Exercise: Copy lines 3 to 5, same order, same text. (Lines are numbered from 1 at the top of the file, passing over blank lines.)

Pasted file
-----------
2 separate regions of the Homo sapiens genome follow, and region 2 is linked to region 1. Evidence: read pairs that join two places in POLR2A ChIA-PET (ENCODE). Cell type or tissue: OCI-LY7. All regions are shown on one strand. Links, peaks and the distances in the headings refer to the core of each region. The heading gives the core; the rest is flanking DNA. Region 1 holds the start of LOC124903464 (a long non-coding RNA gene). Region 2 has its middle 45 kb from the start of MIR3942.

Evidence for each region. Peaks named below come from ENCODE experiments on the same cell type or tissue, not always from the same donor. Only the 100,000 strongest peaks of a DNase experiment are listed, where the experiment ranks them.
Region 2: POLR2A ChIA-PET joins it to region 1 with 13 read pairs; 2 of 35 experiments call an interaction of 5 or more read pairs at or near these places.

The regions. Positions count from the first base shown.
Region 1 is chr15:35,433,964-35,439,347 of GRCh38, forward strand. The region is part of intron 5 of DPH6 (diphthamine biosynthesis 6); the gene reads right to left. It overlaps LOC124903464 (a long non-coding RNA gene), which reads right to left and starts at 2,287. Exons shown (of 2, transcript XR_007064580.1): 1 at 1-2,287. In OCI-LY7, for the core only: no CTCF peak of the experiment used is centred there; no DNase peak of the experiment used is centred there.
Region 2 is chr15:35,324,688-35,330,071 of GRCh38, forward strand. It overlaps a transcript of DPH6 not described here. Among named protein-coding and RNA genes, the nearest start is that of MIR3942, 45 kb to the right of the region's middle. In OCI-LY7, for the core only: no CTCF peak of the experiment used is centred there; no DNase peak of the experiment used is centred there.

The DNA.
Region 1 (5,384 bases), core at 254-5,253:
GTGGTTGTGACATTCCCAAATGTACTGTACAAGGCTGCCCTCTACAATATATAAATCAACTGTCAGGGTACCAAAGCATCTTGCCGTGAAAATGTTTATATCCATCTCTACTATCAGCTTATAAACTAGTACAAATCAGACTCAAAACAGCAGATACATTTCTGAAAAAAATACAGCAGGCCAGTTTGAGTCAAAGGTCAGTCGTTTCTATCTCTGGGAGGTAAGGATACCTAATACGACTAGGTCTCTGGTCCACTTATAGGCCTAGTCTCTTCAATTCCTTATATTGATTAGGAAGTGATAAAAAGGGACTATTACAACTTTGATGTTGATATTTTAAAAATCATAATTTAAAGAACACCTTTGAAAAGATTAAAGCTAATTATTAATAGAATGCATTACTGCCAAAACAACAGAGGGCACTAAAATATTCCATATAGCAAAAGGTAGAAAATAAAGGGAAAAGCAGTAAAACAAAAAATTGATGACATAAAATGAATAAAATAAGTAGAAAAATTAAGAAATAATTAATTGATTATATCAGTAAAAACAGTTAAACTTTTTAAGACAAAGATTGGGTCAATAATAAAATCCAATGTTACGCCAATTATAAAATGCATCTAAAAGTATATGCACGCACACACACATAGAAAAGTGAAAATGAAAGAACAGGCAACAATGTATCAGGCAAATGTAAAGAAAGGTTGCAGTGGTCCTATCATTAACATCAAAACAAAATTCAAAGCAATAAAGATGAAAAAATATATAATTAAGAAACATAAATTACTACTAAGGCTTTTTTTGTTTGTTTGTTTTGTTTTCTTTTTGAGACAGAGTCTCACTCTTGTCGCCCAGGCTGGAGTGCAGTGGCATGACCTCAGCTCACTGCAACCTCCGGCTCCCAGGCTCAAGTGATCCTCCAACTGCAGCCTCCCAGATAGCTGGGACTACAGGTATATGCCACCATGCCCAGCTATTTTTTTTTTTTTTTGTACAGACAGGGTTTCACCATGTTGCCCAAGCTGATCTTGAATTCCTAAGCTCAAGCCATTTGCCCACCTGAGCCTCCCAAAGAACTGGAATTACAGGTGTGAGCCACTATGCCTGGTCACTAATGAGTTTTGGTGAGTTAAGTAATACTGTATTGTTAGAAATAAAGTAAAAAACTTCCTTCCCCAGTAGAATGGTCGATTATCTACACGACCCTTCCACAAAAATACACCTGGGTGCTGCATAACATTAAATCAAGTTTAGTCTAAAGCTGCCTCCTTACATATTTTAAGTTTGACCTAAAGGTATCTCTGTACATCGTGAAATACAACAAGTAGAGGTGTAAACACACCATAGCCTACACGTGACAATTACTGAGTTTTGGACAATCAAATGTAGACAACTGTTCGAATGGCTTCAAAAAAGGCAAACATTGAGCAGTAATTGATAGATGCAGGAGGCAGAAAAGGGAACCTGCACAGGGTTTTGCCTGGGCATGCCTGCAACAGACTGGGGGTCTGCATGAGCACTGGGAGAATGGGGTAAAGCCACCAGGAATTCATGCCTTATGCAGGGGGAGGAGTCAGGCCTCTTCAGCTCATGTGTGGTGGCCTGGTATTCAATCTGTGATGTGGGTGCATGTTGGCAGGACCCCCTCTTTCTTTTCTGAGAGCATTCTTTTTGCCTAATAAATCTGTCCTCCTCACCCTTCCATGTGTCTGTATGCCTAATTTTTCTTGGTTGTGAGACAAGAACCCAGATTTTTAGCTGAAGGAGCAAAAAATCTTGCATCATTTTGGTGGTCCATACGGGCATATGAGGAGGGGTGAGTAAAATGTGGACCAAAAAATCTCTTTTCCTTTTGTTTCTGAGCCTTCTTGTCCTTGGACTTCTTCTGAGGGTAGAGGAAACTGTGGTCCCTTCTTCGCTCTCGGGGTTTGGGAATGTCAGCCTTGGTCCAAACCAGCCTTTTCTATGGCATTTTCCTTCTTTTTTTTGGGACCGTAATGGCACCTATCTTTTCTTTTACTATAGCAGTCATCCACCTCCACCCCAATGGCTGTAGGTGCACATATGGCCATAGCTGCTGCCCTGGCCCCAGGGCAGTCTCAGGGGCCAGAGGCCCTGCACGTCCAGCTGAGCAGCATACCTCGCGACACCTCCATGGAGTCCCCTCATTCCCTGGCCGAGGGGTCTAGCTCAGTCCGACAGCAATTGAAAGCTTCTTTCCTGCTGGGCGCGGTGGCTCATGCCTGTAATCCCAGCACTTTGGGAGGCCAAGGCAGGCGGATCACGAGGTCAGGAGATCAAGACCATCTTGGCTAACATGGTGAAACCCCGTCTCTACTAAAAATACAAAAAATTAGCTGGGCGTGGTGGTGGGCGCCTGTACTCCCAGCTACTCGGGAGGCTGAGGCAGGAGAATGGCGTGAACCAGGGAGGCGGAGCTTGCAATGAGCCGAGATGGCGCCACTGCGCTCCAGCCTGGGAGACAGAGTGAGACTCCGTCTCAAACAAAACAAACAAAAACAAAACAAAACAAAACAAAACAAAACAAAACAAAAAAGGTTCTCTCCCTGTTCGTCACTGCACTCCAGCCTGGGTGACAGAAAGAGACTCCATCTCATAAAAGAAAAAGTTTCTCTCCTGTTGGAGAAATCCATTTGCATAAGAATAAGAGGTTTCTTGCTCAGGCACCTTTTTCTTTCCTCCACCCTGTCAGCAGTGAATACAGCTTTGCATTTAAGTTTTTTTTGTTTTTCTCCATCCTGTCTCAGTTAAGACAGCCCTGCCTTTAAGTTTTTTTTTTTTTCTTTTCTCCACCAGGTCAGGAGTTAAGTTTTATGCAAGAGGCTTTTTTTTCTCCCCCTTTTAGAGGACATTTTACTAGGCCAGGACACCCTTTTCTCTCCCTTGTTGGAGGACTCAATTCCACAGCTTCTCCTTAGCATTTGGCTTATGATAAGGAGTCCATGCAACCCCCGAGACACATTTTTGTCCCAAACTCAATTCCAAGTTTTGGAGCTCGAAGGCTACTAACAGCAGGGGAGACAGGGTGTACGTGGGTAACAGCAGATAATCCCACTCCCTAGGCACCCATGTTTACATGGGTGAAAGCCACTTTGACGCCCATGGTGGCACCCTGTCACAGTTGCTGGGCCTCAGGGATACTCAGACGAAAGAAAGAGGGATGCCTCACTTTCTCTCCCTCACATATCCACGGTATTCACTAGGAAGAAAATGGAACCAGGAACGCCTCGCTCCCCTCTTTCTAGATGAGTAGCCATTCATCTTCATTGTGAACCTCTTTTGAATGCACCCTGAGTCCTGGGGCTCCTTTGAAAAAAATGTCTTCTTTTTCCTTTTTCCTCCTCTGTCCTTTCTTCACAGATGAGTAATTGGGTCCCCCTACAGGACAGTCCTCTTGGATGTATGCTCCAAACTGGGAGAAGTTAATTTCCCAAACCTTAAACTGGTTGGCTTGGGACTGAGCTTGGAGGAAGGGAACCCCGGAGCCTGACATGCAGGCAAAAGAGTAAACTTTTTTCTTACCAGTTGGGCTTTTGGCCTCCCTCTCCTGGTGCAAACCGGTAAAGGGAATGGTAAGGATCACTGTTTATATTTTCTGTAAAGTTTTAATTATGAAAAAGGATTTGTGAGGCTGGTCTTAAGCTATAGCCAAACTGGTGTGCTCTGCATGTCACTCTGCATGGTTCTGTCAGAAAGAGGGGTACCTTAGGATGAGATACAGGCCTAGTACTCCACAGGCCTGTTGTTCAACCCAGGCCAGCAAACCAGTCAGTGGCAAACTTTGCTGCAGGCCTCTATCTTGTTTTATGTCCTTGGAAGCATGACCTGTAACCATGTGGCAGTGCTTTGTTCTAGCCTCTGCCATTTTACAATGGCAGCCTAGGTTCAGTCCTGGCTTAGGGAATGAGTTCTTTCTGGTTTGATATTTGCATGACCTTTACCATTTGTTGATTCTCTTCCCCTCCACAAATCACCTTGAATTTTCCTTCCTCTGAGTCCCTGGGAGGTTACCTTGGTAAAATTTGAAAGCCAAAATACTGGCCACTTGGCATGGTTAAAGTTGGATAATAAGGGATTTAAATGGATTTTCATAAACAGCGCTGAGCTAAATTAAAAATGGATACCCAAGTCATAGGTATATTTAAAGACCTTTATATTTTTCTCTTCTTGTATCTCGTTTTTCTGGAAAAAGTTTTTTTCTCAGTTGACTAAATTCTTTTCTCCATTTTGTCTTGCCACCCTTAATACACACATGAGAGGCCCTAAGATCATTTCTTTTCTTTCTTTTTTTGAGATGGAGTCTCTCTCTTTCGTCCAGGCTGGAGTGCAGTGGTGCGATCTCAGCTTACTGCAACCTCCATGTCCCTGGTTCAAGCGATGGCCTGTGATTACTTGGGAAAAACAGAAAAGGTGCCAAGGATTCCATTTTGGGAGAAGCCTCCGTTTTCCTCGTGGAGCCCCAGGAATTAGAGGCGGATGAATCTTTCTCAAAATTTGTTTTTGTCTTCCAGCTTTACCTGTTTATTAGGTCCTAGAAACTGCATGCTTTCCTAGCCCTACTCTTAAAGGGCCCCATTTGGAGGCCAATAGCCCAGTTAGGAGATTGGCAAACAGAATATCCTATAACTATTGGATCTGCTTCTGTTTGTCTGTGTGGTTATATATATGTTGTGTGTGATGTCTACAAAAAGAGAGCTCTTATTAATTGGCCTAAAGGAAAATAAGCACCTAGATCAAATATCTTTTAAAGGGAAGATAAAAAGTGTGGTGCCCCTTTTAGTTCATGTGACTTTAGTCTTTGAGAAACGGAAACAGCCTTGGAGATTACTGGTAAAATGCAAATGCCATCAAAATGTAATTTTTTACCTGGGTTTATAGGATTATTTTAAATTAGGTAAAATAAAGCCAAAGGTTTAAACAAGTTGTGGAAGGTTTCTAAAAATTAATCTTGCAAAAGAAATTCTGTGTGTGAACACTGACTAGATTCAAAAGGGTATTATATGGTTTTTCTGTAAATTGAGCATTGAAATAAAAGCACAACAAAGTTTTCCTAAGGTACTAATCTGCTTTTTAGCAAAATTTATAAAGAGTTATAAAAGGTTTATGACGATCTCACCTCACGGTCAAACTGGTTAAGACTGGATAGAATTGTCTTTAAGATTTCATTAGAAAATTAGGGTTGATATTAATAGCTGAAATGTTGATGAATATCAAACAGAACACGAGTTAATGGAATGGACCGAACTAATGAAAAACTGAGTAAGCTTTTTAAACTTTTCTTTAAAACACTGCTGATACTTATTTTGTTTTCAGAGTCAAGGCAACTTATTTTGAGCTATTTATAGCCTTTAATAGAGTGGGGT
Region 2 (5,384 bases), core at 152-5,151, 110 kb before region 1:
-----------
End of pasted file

Region 2: POLR2A ChIA-PET joins it to region 1 with 13 read pairs; 2 of 35 experiments call an interaction of 5 or more read pairs at or near these places.

The regions. Positions count from the first base shown.
Region 1 is chr15:35,433,964-35,439,347 of GRCh38, forward strand. The region is part of intron 5 of DPH6 (diphthamine biosynthesis 6); the gene reads right to left. It overlaps LOC124903464 (a long non-coding RNA gene), which reads right to left and starts at 2,287. Exons shown (of 2, transcript XR_007064580.1): 1 at 1-2,287. In OCI-LY7, for the core only: no CTCF peak of the experiment used is centred there; no DNase peak of the experiment used is centred there.